Wednesday, January 31, 2024

Check & Mate, by Ali Hazelwood

Of all the books I've reviewed in the past year, this one has probably had the most buzz of any of them.  Aside from the fact that Hazelwood is an accomplished author of adult romance, is it worth the hype?  In short, not really.  It's a charming YA romance with rather mature sentiments, but it breaks no new ground and suffers from shockingly thin research.  (OK, I will forever hold a grudge against any author who places her action on the Penn State campus, but claims that it is located in Philadelphia! -- page 76)

Mallory was once an up and coming chess whiz until she quit playing at fourteen, due to some painful events surrounding her father's death.  Ever since then, she's been trying to get as far away from chess as she can.  But the sport won't leave her alone and she gets aggressively recruited by a chess school to come and be a fellow for a year.  When she loses her existing job as a car mechanic (!) and faces the reality that she's the sole breadwinner for her sick mother and two younger sisters and has no means of paying the bills, she agrees reluctantly to take the offer.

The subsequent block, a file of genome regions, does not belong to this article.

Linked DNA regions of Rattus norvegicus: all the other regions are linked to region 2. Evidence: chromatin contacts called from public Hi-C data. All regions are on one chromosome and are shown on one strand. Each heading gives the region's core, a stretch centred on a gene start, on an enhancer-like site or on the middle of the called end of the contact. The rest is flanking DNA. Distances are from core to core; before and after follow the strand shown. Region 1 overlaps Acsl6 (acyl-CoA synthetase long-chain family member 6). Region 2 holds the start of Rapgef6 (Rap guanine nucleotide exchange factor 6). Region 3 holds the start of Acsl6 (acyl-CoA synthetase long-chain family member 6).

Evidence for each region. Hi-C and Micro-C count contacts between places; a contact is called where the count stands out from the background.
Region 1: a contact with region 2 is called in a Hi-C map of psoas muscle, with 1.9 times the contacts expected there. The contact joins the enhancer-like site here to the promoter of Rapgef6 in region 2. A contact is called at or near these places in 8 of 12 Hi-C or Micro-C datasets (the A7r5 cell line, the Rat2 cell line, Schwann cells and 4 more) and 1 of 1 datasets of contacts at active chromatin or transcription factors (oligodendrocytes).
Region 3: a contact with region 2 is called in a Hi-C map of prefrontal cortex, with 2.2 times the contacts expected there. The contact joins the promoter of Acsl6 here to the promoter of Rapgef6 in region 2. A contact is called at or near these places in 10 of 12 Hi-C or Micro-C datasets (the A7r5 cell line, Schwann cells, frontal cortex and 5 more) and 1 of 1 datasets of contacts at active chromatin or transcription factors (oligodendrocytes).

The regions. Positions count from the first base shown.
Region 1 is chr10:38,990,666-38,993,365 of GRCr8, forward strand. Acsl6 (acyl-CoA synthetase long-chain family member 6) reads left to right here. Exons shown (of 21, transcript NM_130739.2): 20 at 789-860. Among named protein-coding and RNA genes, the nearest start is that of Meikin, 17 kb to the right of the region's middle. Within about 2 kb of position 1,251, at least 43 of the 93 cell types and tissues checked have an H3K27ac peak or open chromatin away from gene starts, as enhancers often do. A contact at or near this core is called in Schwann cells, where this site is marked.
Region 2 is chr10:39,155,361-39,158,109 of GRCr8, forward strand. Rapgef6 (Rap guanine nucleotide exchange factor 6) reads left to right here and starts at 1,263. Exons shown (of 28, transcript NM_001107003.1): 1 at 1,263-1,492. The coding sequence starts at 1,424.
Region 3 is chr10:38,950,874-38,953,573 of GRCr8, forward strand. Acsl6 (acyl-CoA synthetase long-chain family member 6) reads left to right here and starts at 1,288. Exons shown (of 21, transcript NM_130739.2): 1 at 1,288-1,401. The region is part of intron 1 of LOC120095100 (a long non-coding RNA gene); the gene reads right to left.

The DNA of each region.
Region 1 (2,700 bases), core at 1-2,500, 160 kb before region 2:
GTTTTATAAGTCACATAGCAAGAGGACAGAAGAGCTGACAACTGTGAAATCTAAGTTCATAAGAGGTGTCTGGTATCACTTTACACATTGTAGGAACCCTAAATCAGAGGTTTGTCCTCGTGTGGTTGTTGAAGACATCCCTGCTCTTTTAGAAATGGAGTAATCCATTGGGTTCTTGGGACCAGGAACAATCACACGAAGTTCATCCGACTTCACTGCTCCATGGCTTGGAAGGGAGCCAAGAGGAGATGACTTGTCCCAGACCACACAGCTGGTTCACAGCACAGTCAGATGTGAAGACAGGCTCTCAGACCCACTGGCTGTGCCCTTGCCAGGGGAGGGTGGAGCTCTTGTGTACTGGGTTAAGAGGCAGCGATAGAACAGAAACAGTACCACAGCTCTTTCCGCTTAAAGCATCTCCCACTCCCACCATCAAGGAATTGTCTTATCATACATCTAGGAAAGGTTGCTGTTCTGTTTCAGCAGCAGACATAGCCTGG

The boy is Nolan, the world's current #1 rated player.  Of course, he's a sullen bad boy with a reputation and gloriously single (as is Mallory).  In a sport which is notorious for having a poor work-life balance, the two of them have an amazing amount of time to hang out.  They take advantage of this by studiously avoiding falling into each other's arms (until of course they do).  But anyone looking for sex will be saddened to learn that in this novel there are far more cases of the f-word being spoken aloud than being performed.

All that mockery aside, the story is entertaining and while I don't believe for a minute that either Mallory or Nolan know how to play chess (or car mechanics), I really enjoyed reading the book.  It moved fast, had funny moments, and contained a delightful cast of characters.  Most importantly, there's some wonderful things said about the sexual discrimination that plagues professional chess, although the point gets beaten to death.  The sisters got on my nerves, but I think that was intentional and it furthers the plot.  As for the things that most drive me nuts (the worthless mother, Mallory's self-pity, and the author's affection for contemporary youth culture references), they can be put aside and the book enjoyed.

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